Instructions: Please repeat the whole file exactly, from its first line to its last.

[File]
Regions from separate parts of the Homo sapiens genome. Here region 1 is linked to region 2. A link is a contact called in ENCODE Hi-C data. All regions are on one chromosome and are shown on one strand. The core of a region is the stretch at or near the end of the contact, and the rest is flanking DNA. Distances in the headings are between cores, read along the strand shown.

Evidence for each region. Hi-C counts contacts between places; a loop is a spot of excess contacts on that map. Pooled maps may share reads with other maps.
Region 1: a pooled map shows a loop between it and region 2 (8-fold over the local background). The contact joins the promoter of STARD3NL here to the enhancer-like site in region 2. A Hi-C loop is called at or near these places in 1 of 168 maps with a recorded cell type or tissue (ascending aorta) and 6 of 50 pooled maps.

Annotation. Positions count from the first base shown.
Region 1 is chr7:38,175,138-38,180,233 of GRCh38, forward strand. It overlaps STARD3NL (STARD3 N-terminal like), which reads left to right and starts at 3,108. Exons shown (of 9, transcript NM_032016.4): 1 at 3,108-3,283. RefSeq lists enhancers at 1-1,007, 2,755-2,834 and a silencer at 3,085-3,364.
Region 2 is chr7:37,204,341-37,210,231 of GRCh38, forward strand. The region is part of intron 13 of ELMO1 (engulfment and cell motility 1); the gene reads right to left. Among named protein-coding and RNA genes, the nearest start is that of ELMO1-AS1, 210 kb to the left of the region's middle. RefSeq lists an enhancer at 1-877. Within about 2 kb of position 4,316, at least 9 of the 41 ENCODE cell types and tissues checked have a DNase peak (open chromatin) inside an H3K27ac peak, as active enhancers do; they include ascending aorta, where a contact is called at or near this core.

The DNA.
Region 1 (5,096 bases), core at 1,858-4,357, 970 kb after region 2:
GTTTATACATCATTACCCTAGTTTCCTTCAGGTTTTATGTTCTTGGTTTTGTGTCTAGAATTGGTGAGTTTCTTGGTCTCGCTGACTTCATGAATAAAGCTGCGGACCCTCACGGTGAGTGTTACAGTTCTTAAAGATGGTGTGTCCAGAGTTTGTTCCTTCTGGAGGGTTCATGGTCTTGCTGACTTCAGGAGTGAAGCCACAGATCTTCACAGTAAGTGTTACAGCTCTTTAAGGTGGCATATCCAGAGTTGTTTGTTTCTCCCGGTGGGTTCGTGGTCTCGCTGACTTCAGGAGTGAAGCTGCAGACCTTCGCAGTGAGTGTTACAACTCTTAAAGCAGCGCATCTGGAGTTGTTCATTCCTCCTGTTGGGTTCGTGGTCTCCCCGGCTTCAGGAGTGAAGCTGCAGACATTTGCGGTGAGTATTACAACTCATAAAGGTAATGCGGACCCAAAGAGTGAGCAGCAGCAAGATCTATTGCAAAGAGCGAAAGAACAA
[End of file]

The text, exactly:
Regions from separate parts of the Homo sapiens genome. Here region 1 is linked to region 2. A link is a contact called in ENCODE Hi-C data. All regions are on one chromosome and are shown on one strand. The core of a region is the stretch at or near the end of the contact, and the rest is flanking DNA. Distances in the headings are between cores, read along the strand shown.

Evidence for each region. Hi-C counts contacts between places; a loop is a spot of excess contacts on that map. Pooled maps may share reads with other maps.
Region 1: a pooled map shows a loop between it and region 2 (8-fold over the local background). The contact joins the promoter of STARD3NL here to the enhancer-like site in region 2. A Hi-C loop is called at or near these places in 1 of 168 maps with a recorded cell type or tissue (ascending aorta) and 6 of 50 pooled maps.

Annotation. Positions count from the first base shown.
Region 1 is chr7:38,175,138-38,180,233 of GRCh38, forward strand. It overlaps STARD3NL (STARD3 N-terminal like), which reads left to right and starts at 3,108. Exons shown (of 9, transcript NM_032016.4): 1 at 3,108-3,283. RefSeq lists enhancers at 1-1,007, 2,755-2,834 and a silencer at 3,085-3,364.
Region 2 is chr7:37,204,341-37,210,231 of GRCh38, forward strand. The region is part of intron 13 of ELMO1 (engulfment and cell motility 1); the gene reads right to left. Among named protein-coding and RNA genes, the nearest start is that of ELMO1-AS1, 210 kb to the left of the region's middle. RefSeq lists an enhancer at 1-877. Within about 2 kb of position 4,316, at least 9 of the 41 ENCODE cell types and tissues checked have a DNase peak (open chromatin) inside an H3K27ac peak, as active enhancers do; they include ascending aorta, where a contact is called at or near this core.

The DNA.
Region 1 (5,096 bases), core at 1,858-4,357, 970 kb after region 2:
GTTTATACATCATTACCCTAGTTTCCTTCAGGTTTTATGTTCTTGGTTTTGTGTCTAGAATTGGTGAGTTTCTTGGTCTCGCTGACTTCATGAATAAAGCTGCGGACCCTCACGGTGAGTGTTACAGTTCTTAAAGATGGTGTGTCCAGAGTTTGTTCCTTCTGGAGGGTTCATGGTCTTGCTGACTTCAGGAGTGAAGCCACAGATCTTCACAGTAAGTGTTACAGCTCTTTAAGGTGGCATATCCAGAGTTGTTTGTTTCTCCCGGTGGGTTCGTGGTCTCGCTGACTTCAGGAGTGAAGCTGCAGACCTTCGCAGTGAGTGTTACAACTCTTAAAGCAGCGCATCTGGAGTTGTTCATTCCTCCTGTTGGGTTCGTGGTCTCCCCGGCTTCAGGAGTGAAGCTGCAGACATTTGCGGTGAGTATTACAACTCATAAAGGTAATGCGGACCCAAAGAGTGAGCAGCAGCAAGATCTATTGCAAAGAGCGAAAGAACAA